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1. Demographic and Economic Development
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Overview: Forging an Empire: Bismarckian Germany, 1866-1890   |   1. Demographic and Economic Development   |   2. Society   |   3. Culture   |   4. Religion, Education, Social Welfare   |   5. Politics I: Forging an Empire   |   6. Military and International Relations   |   7. Politics II: Parties and Political Mobilization

Agriculture, Industry, Commerce. After the mid-1870s, German agriculture experienced increased competition from foreign producers. For example, grain from the North American prairies, Australia, and Russia could now reach German markets at prices that pushed owners of large estates in the Prussian east into debt or bankruptcy. Yet technological innovations such as the introduction of steam-powered threshing machines in the countryside (IM5, IM6) contributed to overall increases in the productivity of German agriculture. To be sure, growth rates in mining, industry, and commerce outstripped those of German agriculture, especially from the mid-1870s onward. But we should be careful not to exaggerate the speed of Germany’s transition from an agrarian to an industrial state (the tipping point is generally regarded as c.1900). It makes more sense, as Klaus Bade has argued, to speak of a gradual change from an agrarian state with a strong industrial sector (especially during the Bismarckian era) to an industrial state with a strong agrarian sector after the turn of the century (D5, D6).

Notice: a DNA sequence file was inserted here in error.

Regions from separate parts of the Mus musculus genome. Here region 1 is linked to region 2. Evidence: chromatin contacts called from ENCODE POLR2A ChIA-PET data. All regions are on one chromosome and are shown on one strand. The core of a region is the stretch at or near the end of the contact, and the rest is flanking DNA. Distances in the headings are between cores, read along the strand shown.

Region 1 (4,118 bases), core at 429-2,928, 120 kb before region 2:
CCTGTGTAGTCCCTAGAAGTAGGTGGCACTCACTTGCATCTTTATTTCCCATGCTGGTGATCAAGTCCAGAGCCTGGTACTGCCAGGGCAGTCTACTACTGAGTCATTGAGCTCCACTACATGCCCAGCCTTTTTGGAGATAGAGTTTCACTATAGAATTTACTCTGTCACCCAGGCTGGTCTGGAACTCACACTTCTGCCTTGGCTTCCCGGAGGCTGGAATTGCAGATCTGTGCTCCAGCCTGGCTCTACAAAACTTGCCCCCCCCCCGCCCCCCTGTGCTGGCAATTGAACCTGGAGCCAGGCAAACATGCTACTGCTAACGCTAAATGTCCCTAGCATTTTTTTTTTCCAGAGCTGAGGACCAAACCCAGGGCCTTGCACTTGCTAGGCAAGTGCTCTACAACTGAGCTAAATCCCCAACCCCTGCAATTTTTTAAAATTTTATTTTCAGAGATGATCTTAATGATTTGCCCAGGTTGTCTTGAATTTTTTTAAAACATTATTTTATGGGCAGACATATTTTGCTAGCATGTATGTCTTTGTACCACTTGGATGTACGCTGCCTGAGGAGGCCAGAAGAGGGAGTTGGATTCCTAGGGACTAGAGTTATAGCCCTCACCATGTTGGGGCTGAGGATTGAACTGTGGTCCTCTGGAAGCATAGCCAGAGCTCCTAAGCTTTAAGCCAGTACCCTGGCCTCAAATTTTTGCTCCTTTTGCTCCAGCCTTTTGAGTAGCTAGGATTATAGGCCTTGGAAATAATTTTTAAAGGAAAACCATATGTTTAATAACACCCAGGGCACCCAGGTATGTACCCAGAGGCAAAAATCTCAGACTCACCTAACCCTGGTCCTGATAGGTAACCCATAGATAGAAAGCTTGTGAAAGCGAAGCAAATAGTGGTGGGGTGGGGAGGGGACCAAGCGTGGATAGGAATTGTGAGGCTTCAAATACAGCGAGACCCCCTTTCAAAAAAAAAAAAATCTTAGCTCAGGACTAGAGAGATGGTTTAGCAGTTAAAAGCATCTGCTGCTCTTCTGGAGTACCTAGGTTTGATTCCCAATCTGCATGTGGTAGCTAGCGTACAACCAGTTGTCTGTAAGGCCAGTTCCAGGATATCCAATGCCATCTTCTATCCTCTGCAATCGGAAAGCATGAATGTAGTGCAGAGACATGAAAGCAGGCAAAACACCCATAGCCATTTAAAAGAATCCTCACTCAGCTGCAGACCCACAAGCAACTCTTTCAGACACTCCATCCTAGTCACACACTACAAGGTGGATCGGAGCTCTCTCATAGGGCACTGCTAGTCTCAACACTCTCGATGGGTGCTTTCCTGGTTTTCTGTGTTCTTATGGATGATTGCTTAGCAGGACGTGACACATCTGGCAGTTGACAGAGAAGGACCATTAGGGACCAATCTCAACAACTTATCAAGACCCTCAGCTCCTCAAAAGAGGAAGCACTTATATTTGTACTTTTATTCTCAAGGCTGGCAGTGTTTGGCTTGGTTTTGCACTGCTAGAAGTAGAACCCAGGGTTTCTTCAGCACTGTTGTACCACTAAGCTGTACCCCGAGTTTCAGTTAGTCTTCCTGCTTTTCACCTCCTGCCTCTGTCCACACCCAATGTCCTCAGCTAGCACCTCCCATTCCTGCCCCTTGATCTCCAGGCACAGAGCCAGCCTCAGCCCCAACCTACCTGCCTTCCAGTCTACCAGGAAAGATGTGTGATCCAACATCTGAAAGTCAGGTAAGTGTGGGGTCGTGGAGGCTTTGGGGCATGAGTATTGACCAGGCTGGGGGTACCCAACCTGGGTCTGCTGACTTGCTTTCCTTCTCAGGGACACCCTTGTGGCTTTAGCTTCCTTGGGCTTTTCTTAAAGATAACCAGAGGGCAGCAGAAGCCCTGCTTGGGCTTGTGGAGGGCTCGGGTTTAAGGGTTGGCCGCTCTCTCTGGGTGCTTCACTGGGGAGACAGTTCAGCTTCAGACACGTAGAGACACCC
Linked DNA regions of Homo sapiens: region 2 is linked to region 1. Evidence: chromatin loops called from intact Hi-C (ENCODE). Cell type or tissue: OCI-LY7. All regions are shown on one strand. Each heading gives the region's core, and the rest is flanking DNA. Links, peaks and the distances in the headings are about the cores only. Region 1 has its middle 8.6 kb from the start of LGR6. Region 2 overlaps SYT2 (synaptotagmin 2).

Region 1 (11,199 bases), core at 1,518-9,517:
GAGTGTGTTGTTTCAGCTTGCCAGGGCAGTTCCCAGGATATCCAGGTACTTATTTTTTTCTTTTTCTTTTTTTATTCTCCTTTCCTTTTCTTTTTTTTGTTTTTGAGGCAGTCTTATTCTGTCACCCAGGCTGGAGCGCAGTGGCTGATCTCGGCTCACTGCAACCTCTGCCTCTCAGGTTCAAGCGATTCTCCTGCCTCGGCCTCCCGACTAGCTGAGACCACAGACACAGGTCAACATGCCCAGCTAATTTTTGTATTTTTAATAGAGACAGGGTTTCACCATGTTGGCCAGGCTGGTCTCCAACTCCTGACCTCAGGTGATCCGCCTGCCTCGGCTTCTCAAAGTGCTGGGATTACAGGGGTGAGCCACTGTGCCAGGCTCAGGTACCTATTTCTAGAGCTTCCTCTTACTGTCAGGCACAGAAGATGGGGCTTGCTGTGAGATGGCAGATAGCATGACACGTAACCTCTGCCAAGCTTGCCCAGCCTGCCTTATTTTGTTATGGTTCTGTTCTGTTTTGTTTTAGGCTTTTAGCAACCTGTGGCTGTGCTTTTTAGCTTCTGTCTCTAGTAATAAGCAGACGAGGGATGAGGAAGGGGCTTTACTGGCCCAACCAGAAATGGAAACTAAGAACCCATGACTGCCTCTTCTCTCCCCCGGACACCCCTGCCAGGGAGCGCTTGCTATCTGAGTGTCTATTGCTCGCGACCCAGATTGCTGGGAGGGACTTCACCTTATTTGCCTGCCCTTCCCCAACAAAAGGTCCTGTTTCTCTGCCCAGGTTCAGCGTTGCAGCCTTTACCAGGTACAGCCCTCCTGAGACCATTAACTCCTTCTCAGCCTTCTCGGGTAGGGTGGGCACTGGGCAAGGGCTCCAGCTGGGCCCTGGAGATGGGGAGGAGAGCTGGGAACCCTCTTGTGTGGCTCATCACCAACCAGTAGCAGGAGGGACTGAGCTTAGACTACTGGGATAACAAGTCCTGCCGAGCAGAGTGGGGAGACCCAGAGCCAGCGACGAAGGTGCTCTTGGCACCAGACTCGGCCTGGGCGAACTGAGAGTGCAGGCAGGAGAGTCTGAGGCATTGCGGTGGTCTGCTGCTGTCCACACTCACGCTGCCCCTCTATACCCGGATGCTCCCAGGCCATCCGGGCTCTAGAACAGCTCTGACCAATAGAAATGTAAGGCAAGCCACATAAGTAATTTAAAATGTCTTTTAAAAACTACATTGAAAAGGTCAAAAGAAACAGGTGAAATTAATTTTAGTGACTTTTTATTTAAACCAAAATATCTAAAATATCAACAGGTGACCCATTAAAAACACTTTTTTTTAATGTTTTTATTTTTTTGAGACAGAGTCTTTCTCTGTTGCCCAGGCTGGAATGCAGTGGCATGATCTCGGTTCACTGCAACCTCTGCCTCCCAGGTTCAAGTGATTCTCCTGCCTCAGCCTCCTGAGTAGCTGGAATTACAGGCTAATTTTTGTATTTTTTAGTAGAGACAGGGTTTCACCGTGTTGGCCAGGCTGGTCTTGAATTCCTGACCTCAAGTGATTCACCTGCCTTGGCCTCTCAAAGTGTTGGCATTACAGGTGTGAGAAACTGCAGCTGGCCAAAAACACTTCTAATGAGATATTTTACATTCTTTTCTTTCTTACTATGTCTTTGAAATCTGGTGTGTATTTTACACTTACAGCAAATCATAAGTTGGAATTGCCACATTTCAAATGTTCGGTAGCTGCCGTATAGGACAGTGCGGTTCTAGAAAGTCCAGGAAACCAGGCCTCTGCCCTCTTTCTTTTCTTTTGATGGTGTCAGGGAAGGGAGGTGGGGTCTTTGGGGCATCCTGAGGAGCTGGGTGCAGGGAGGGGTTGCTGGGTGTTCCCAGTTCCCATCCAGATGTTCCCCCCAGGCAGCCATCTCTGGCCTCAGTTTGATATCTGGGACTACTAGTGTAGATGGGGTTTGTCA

In the first decade covered by this volume, the engine of German industrialization was still railway construction and the large-scale mining, iron-rolling, and other industries that sustained it (D7, D8). Small workshops had not disappeared, even though the exclusive rights of the guilds had been breached in most German states in the early 1860s through freedom of occupation legislation (D10, IM7). The huge factories that we associate with the era of high capitalism were still rare in the 1870s. In 1882 more than half of all heavy industry enterprises had a workforce of no more than five employees (IM8). Nevertheless, by the 1880s technological innovations were changing the face of industrial production: now precision machinery, steel, tool-making, and – somewhat later – the emergence of the petro-chemical and electrical industries shifted the German economy onto new paths. Commerce and banking also expanded greatly in these years. The documents and images in this section describe the introduction of gas motors (D11), changes in the construction industry (D12), the transition from horse-drawn to electric trolleys (D14, D15), and the introduction of electric lights, telephones, and automobiles (D16, D17, IM10, IM11, IM12). Such progress in transportation and urban infrastructure contributed to the further growth of cities: workers were able to live further from city centers and still travel rapidly to and from their shifts with public transportation. They also fueled a recognizable consumer culture that drew the worlds of industry, commerce, and everyday life closer together. By the late 1880s, advertisers trumpeted and ordinary Germans marveled at the modern conveniences that had changed their daily routines (IM10, IM11). Scientists, inventors, and explorers believed that the age of discovery was being realized through German know-how (IM14, IM15), and poets wrote paeans to technical progress (D18).

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